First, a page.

As the sound of guitar strums and vintage tunes invade the hallways of Springfield High School, you may catch yourself humming along to the sweet sounds of John Lennon and Paul McCartney.

As the sound of guitar strums and vintage tunes invade the hallways of Springfield High School, you may catch yourself humming along to the sweet sounds of John Lennon and Paul McCartney.

"We've learned how to play a few Beatles songs, like 'Eleanor Rigby,' and then we also learned 'Let it Be,'" sophomore Kasidi Jacobs said about the new guitar lab offered at Springfield.

The class, offered for the first time this year, was a success from the start with more than 60 students originally signed up.

"This is just amazing; it's different" said senior Kevin Myers. "We've learned all of the basic notes and chords and everything, like, we can play songs now."

As an elective, the guitar lab adds to the variety of classes students are able to take at Springfield. Guitars are provided free of charge for the students each semester.

To ensure that students get the most of each lesson, director Ernest Cole has worked to introduce them to familiar songs.

"We've done music from the 'Lion King' like 'Can You Feel the Love Tonight,' and we just did 'American Pie,' " Cole said. "Once we get far enough, we'll be able to teach them how to play 'Hotel California' by the Eagles and stuff like that."

The class was the direct result of an effort to boost the creative curriculum at Springfield High School. Principal Cynthia Frola supported the idea of adding another artistic elective, instead of cutting funds on such electives. Many school districts facing financial instability have been forced to cut back on arts classes.

No matter what the subject area, there always is room for creativity.

"I think there is no soul in a classroom without creativity," English teacher Peggy Gannon said. "And, I think, part of a teacher's job is to add depth to the life of his or her students."

Gannon, who has worked at Springfield for 15 years, teaches many of the school's creative classes including creative writing and theater. She also incorporates creativity into her advanced and advanced-placement classes by having students create visual journals to go along with class readings.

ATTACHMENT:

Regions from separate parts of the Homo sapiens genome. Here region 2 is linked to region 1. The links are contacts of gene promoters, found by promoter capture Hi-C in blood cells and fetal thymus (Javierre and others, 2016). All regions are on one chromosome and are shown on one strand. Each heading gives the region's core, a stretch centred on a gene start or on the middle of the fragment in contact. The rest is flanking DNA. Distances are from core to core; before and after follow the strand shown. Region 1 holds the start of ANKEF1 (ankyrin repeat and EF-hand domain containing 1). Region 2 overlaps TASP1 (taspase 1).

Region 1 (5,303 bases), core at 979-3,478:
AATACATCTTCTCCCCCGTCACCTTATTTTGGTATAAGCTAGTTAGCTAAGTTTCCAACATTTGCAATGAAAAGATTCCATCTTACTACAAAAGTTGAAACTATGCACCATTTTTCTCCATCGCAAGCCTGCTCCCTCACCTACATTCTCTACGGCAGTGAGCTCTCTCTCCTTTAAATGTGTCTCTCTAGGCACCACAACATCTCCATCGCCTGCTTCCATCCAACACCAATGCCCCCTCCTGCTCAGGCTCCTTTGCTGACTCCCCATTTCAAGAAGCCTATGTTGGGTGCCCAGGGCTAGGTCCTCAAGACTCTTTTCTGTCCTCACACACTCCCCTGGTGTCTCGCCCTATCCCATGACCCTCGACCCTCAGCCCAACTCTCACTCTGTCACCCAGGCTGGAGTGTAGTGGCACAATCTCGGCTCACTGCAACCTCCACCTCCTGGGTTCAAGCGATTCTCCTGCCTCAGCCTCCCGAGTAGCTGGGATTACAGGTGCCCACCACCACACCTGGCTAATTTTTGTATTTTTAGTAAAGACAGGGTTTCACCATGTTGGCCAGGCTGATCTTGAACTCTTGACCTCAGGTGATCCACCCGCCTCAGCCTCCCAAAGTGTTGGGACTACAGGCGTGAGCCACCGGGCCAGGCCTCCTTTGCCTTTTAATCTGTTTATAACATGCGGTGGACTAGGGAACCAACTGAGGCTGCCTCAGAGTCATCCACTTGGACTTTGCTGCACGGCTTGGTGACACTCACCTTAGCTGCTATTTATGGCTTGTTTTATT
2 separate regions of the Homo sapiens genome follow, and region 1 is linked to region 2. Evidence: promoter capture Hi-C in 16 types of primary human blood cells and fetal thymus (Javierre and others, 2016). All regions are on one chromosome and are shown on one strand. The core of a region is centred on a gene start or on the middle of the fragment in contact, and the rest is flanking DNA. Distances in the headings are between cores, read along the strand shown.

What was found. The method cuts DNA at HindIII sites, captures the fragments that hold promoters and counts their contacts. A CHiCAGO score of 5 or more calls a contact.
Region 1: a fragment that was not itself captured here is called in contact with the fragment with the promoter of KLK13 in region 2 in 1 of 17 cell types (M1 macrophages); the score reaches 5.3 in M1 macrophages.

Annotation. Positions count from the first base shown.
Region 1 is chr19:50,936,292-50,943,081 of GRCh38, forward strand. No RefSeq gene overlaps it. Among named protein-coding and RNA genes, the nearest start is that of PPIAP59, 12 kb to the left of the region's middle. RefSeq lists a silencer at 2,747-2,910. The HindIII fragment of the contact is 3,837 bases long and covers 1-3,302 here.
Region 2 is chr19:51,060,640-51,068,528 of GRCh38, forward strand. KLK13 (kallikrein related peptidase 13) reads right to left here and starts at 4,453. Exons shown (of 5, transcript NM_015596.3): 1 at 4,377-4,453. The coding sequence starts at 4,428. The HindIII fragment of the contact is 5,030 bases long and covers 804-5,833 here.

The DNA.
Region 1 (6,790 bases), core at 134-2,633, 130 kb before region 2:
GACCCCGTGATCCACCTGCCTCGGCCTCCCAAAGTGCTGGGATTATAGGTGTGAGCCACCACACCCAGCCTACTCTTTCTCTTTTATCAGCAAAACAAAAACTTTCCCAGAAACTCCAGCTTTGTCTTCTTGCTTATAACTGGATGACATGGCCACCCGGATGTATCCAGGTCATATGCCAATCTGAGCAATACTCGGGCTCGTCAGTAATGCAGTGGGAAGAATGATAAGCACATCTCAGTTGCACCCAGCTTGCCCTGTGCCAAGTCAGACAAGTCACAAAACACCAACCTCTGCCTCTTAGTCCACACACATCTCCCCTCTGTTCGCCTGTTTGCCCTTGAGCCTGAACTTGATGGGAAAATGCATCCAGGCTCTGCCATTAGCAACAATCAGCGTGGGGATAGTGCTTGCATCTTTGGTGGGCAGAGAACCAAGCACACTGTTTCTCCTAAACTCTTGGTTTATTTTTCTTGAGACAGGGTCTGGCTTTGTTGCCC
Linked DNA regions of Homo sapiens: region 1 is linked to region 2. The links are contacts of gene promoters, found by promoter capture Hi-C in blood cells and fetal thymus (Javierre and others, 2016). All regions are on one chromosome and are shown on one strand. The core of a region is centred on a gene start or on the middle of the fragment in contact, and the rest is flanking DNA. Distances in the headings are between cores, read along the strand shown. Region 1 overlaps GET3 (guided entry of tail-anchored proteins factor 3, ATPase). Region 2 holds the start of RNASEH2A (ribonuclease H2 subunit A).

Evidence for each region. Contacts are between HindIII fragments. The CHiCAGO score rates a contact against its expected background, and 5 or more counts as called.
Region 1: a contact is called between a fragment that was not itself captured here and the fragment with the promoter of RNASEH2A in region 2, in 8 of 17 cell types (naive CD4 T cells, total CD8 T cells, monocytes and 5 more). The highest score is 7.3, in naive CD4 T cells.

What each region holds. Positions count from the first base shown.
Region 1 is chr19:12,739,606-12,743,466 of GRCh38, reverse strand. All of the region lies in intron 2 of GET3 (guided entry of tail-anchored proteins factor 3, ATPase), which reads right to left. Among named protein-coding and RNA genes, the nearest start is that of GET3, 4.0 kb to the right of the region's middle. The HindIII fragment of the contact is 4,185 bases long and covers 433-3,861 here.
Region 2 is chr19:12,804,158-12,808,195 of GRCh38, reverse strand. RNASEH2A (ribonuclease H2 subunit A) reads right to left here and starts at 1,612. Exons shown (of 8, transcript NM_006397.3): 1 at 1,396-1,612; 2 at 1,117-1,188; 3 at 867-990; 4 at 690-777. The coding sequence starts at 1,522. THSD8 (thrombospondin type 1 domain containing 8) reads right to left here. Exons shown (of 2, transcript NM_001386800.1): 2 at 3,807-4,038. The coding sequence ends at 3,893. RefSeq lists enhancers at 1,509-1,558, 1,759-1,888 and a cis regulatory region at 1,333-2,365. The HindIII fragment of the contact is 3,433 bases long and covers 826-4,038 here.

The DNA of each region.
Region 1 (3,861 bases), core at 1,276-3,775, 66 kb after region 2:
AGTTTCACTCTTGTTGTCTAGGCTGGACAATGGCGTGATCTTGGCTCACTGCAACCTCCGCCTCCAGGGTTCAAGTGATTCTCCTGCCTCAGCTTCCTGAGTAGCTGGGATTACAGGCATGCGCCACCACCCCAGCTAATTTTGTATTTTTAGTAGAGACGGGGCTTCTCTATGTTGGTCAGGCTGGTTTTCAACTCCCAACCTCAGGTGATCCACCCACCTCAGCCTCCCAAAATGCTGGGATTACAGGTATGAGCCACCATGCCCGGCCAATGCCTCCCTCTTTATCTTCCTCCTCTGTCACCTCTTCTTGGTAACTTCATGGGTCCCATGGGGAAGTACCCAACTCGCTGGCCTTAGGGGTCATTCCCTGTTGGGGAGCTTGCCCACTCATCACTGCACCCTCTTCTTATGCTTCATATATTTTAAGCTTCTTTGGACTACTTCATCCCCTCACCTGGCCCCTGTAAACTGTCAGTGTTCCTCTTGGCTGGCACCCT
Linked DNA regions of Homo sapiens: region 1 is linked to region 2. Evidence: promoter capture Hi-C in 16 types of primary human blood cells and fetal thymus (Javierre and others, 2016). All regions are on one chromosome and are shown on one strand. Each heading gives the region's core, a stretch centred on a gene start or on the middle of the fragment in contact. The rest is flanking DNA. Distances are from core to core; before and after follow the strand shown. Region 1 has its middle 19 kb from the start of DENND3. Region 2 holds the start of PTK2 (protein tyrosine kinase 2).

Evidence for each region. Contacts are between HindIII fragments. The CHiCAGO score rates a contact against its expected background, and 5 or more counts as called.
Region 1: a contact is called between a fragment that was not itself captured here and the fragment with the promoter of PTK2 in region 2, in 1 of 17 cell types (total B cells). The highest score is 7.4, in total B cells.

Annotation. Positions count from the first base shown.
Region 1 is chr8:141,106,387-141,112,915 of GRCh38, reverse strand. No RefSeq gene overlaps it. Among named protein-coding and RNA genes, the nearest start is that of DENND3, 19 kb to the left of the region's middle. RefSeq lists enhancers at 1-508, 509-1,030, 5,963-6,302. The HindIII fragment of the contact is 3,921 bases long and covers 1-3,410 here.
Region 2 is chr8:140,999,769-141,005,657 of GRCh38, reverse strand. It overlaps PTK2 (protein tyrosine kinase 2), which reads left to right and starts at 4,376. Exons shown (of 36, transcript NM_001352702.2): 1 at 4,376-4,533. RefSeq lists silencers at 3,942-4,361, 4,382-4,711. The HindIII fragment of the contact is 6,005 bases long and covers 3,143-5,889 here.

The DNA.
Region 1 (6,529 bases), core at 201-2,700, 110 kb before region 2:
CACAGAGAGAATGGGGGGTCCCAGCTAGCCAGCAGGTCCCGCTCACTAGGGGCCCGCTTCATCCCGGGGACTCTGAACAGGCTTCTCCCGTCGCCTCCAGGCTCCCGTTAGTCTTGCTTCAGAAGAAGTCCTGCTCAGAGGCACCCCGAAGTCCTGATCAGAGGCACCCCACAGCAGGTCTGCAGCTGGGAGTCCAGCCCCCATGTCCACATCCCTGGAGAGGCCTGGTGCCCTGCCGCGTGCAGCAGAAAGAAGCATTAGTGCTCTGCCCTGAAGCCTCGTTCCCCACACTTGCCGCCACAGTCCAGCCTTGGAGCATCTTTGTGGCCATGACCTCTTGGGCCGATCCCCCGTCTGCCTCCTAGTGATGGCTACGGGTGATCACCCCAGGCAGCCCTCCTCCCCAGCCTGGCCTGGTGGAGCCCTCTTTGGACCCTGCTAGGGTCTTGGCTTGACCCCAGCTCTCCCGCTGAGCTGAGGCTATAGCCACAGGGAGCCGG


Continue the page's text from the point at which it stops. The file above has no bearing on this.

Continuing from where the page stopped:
"A classroom without creativity, well, it's all rote learning, you're spitting (the material) back out. Employers don't want that. They could hire a robot," Gannon said. "They want someone to come in and be innovative. They want someone who's thinking outside the box and good at it, and working with groups. Teamwork is a really big thing in business right now," Gannon said.


To encourage creative freedom within a school, ArtsinStark, a nonprofit organization, funds art integration projects for teachers throughout Stark County.

"(We) help teachers create ways to bring the arts into their math, science and language arts classrooms, not as a fun 'fluff' activity at the end of a lesson, but instead as a vehicle for actually teaching the content" ArtsinStark Education Coordinator Jennifer Hickman said. "Will you remember how an electrical circuit works if you are merely told about it? What if you actually create one that takes the form of a wire sculpture, following it up by writing an artist's statement explaining how and why the circuit works and what drove the artistic and sculptural choices that were made?"

Hickman works closely with teachers to help them incorporate project-based learning into their classrooms.

Aside from the mini grants ArtsinStark provides to schools, Hickman currently is working with 12 out of the 17 public school systems in Stark County that are called SmArts Partnerships. These schools are provided with large-scale grants and budgets ranging from $1,600 to $5,000.

"At a time when school districts are continually facing budget restraints and cutbacks in 'non-essential' programming, to have this sort of financial support speaks volumes as to districts' needs and priorities,' " Hickman said.

To put this idea to the test, Robb Hankins, president and chief executive officer of ArtsinStark, shared a study that was conducted at Jackson High School. By splitting up the students in two group, Arts in Stark was able to measure which group had the higher test scores.

"(We used) a test group and a control group to see the overall difference on these students' state reading tests," Hankins said. "The students who got the arts did better statistically than the control group who didn't get the arts."

To keep the arts alive in schools, Arts in Stark continues to work closely with teachers, as many school districts like Springfield continue to do in order to incorporate a diverse curriculum in and out of the classroom.